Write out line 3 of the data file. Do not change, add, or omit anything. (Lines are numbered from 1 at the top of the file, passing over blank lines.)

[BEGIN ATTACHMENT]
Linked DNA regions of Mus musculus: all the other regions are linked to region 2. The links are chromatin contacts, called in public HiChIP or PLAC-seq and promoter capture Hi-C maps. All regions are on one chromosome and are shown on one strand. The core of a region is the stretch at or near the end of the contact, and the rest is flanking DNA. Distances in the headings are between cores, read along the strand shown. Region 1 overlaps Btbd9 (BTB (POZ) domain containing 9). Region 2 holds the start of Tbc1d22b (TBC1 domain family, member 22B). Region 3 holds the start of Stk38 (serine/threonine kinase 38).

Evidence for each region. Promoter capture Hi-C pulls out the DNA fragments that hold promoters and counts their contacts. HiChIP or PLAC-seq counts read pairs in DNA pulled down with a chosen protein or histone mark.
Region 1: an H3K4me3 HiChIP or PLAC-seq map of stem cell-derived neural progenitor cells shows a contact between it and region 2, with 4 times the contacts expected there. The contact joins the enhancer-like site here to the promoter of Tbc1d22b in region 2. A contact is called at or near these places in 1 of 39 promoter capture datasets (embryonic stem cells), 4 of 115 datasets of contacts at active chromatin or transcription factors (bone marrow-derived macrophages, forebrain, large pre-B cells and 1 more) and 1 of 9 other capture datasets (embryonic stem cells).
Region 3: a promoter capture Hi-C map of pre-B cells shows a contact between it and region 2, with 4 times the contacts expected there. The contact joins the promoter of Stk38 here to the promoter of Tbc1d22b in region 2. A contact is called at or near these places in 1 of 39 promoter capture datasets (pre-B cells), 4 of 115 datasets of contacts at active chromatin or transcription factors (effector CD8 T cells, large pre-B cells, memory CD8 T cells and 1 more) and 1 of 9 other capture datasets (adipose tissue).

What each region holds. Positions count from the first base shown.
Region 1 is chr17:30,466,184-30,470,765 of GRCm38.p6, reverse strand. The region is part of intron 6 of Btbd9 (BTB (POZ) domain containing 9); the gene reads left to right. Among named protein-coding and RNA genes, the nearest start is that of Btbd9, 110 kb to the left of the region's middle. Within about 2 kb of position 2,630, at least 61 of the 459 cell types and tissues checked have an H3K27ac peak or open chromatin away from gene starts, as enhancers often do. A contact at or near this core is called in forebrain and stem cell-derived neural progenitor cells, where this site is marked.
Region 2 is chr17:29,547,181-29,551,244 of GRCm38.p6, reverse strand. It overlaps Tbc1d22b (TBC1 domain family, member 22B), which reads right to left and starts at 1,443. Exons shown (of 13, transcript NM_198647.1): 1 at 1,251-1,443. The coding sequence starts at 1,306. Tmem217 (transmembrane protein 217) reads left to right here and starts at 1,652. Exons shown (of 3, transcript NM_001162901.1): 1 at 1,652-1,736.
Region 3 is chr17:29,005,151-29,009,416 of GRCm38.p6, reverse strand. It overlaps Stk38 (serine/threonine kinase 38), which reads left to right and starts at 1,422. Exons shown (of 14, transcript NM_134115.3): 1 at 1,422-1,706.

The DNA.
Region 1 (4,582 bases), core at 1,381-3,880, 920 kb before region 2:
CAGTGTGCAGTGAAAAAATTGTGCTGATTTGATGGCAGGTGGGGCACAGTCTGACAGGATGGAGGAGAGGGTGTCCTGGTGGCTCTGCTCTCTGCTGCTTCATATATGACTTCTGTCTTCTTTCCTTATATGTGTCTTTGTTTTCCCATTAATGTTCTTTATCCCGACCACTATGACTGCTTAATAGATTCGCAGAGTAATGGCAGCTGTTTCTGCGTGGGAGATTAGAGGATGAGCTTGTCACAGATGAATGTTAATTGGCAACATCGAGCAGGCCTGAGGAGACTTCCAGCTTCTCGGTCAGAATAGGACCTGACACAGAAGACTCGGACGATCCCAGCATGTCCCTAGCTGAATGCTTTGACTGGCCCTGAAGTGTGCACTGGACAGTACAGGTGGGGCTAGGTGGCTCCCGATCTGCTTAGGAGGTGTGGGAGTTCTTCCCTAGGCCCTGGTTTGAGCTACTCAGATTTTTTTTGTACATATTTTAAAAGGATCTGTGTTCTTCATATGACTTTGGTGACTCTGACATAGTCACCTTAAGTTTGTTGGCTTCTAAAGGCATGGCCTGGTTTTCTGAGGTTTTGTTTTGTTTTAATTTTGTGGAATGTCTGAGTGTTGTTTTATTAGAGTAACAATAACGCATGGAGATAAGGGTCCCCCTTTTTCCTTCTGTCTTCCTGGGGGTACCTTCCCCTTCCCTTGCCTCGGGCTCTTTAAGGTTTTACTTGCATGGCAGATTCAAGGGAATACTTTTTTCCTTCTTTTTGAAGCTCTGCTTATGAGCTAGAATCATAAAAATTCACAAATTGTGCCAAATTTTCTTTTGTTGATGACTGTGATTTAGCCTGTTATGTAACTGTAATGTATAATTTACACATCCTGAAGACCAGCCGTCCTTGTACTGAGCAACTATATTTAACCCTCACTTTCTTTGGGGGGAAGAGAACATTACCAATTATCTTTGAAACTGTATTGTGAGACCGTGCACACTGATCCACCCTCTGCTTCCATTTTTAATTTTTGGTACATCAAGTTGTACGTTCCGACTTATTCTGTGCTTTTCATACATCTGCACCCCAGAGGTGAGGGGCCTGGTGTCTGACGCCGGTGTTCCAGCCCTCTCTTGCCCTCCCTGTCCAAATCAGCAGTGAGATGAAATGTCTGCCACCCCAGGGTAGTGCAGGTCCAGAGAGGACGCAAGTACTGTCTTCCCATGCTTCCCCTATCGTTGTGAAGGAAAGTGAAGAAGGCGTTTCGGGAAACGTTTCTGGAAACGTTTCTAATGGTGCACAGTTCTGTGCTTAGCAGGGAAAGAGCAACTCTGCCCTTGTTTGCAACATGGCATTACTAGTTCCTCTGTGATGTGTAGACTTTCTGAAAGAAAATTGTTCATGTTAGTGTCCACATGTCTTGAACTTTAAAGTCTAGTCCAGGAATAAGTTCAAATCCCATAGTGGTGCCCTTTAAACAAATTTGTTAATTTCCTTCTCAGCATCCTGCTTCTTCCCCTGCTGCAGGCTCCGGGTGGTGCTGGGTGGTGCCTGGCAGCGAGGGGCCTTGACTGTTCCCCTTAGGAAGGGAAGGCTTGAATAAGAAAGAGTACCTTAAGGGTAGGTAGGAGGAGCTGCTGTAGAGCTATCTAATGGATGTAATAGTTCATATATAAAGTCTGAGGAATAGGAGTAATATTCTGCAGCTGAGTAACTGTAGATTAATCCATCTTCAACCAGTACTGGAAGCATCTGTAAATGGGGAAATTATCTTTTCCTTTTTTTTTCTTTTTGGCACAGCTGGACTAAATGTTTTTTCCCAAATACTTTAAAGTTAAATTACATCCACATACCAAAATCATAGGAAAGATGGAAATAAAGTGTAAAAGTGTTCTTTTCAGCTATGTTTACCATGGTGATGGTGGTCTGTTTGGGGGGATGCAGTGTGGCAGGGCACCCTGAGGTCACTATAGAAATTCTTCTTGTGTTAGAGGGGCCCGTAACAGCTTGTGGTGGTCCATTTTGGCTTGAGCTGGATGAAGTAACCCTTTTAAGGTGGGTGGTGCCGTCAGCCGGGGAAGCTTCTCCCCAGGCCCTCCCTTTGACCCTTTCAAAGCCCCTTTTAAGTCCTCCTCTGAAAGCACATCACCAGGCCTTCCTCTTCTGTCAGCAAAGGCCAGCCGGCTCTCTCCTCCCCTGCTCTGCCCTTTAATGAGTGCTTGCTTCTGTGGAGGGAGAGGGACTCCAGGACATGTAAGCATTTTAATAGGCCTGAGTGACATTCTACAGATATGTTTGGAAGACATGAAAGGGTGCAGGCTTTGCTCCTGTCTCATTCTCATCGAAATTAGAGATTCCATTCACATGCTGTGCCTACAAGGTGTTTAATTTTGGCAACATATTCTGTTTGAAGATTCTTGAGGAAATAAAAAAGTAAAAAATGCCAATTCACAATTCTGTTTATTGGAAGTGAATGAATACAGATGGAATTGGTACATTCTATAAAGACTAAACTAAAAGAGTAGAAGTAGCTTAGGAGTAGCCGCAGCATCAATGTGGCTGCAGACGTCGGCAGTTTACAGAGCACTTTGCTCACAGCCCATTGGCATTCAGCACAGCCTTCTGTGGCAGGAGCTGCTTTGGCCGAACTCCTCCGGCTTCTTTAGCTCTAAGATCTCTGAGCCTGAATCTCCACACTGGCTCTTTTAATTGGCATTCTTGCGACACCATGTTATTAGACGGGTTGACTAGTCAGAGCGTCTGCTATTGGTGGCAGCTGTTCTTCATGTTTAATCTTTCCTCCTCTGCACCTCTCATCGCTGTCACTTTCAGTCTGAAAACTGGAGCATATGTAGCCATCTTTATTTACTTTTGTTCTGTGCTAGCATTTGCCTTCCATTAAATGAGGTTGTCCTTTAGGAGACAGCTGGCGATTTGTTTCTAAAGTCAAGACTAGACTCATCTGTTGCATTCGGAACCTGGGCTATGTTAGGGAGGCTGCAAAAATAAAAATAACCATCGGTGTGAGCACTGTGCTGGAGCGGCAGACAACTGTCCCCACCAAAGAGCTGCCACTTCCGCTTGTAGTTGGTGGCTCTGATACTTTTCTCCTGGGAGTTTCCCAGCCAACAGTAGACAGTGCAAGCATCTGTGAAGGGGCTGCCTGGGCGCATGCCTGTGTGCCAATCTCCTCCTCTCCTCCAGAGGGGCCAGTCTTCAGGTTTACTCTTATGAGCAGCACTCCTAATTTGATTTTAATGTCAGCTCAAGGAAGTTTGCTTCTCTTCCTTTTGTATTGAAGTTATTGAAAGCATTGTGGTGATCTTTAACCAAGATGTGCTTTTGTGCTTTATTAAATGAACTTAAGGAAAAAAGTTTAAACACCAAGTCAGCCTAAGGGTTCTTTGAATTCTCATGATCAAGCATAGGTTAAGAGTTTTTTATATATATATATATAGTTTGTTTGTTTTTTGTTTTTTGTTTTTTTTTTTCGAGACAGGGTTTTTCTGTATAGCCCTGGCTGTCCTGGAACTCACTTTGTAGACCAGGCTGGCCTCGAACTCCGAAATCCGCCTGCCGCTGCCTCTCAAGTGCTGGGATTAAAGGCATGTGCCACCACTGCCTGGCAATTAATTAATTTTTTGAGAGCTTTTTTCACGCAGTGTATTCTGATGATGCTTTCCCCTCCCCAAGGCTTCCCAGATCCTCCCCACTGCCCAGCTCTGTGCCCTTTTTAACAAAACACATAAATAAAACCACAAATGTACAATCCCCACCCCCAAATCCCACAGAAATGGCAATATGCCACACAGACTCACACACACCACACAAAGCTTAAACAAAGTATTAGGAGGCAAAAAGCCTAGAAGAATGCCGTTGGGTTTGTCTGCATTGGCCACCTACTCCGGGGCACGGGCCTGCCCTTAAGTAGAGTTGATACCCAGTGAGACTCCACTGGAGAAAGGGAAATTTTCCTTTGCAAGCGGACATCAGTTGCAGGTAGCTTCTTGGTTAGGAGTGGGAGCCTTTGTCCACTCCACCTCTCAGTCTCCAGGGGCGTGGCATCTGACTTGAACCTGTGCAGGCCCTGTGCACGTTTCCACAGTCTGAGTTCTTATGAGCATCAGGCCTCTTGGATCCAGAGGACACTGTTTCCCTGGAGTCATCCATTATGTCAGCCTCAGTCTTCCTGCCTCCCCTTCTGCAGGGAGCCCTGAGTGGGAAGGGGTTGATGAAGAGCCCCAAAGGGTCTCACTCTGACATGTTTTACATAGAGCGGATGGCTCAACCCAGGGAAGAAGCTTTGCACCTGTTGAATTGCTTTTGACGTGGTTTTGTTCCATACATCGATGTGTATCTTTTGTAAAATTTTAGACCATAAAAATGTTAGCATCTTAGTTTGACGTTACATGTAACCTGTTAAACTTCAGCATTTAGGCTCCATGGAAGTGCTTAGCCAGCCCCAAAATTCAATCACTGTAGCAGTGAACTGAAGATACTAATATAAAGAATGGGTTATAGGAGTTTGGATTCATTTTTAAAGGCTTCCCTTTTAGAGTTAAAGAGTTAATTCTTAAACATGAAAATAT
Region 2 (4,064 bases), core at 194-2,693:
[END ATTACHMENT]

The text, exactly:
Region 1: an H3K4me3 HiChIP or PLAC-seq map of stem cell-derived neural progenitor cells shows a contact between it and region 2, with 4 times the contacts expected there. The contact joins the enhancer-like site here to the promoter of Tbc1d22b in region 2. A contact is called at or near these places in 1 of 39 promoter capture datasets (embryonic stem cells), 4 of 115 datasets of contacts at active chromatin or transcription factors (bone marrow-derived macrophages, forebrain, large pre-B cells and 1 more) and 1 of 9 other capture datasets (embryonic stem cells).